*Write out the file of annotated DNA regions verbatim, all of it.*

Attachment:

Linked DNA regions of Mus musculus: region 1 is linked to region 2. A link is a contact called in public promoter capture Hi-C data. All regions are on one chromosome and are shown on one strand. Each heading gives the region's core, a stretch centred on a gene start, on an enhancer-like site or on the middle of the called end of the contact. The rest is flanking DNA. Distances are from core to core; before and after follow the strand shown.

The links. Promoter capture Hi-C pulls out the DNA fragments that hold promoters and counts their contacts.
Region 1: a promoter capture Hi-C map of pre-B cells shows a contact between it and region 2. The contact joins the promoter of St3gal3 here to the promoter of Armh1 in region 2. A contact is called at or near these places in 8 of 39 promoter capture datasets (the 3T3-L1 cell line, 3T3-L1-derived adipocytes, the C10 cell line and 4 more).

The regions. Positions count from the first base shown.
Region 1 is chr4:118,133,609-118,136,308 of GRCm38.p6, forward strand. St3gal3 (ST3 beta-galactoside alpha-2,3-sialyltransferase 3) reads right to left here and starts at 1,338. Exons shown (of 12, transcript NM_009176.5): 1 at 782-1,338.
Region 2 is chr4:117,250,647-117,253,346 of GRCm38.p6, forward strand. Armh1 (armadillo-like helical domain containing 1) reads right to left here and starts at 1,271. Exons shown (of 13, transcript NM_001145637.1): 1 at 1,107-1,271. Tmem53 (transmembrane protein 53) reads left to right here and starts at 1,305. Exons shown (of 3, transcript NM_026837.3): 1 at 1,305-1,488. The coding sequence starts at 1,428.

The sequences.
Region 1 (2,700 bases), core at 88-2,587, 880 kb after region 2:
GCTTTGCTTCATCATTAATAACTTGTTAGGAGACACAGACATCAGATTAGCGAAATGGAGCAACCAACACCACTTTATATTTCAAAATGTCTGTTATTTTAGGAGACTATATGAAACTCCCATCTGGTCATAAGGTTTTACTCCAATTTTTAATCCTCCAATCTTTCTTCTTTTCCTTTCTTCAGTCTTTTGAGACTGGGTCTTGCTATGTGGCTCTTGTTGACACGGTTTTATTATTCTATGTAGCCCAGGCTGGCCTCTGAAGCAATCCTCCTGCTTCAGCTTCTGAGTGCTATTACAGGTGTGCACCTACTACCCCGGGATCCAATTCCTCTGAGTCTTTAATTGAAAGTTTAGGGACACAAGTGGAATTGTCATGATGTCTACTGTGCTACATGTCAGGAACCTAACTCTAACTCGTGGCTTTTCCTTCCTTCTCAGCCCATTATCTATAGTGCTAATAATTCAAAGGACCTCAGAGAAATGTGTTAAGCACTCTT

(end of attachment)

Linked DNA regions of Mus musculus: region 1 is linked to region 2. A link is a contact called in public promoter capture Hi-C data. All regions are on one chromosome and are shown on one strand. Each heading gives the region's core, a stretch centred on a gene start, on an enhancer-like site or on the middle of the called end of the contact. The rest is flanking DNA. Distances are from core to core; before and after follow the strand shown.

The links. Promoter capture Hi-C pulls out the DNA fragments that hold promoters and counts their contacts.
Region 1: a promoter capture Hi-C map of pre-B cells shows a contact between it and region 2. The contact joins the promoter of St3gal3 here to the promoter of Armh1 in region 2. A contact is called at or near these places in 8 of 39 promoter capture datasets (the 3T3-L1 cell line, 3T3-L1-derived adipocytes, the C10 cell line and 4 more).

The regions. Positions count from the first base shown.
Region 1 is chr4:118,133,609-118,136,308 of GRCm38.p6, forward strand. St3gal3 (ST3 beta-galactoside alpha-2,3-sialyltransferase 3) reads right to left here and starts at 1,338. Exons shown (of 12, transcript NM_009176.5): 1 at 782-1,338.
Region 2 is chr4:117,250,647-117,253,346 of GRCm38.p6, forward strand. Armh1 (armadillo-like helical domain containing 1) reads right to left here and starts at 1,271. Exons shown (of 13, transcript NM_001145637.1): 1 at 1,107-1,271. Tmem53 (transmembrane protein 53) reads left to right here and starts at 1,305. Exons shown (of 3, transcript NM_026837.3): 1 at 1,305-1,488. The coding sequence starts at 1,428.

The sequences.
Region 1 (2,700 bases), core at 88-2,587, 880 kb after region 2:
GCTTTGCTTCATCATTAATAACTTGTTAGGAGACACAGACATCAGATTAGCGAAATGGAGCAACCAACACCACTTTATATTTCAAAATGTCTGTTATTTTAGGAGACTATATGAAACTCCCATCTGGTCATAAGGTTTTACTCCAATTTTTAATCCTCCAATCTTTCTTCTTTTCCTTTCTTCAGTCTTTTGAGACTGGGTCTTGCTATGTGGCTCTTGTTGACACGGTTTTATTATTCTATGTAGCCCAGGCTGGCCTCTGAAGCAATCCTCCTGCTTCAGCTTCTGAGTGCTATTACAGGTGTGCACCTACTACCCCGGGATCCAATTCCTCTGAGTCTTTAATTGAAAGTTTAGGGACACAAGTGGAATTGTCATGATGTCTACTGTGCTACATGTCAGGAACCTAACTCTAACTCGTGGCTTTTCCTTCCTTCTCAGCCCATTATCTATAGTGCTAATAATTCAAAGGACCTCAGAGAAATGTGTTAAGCACTCTT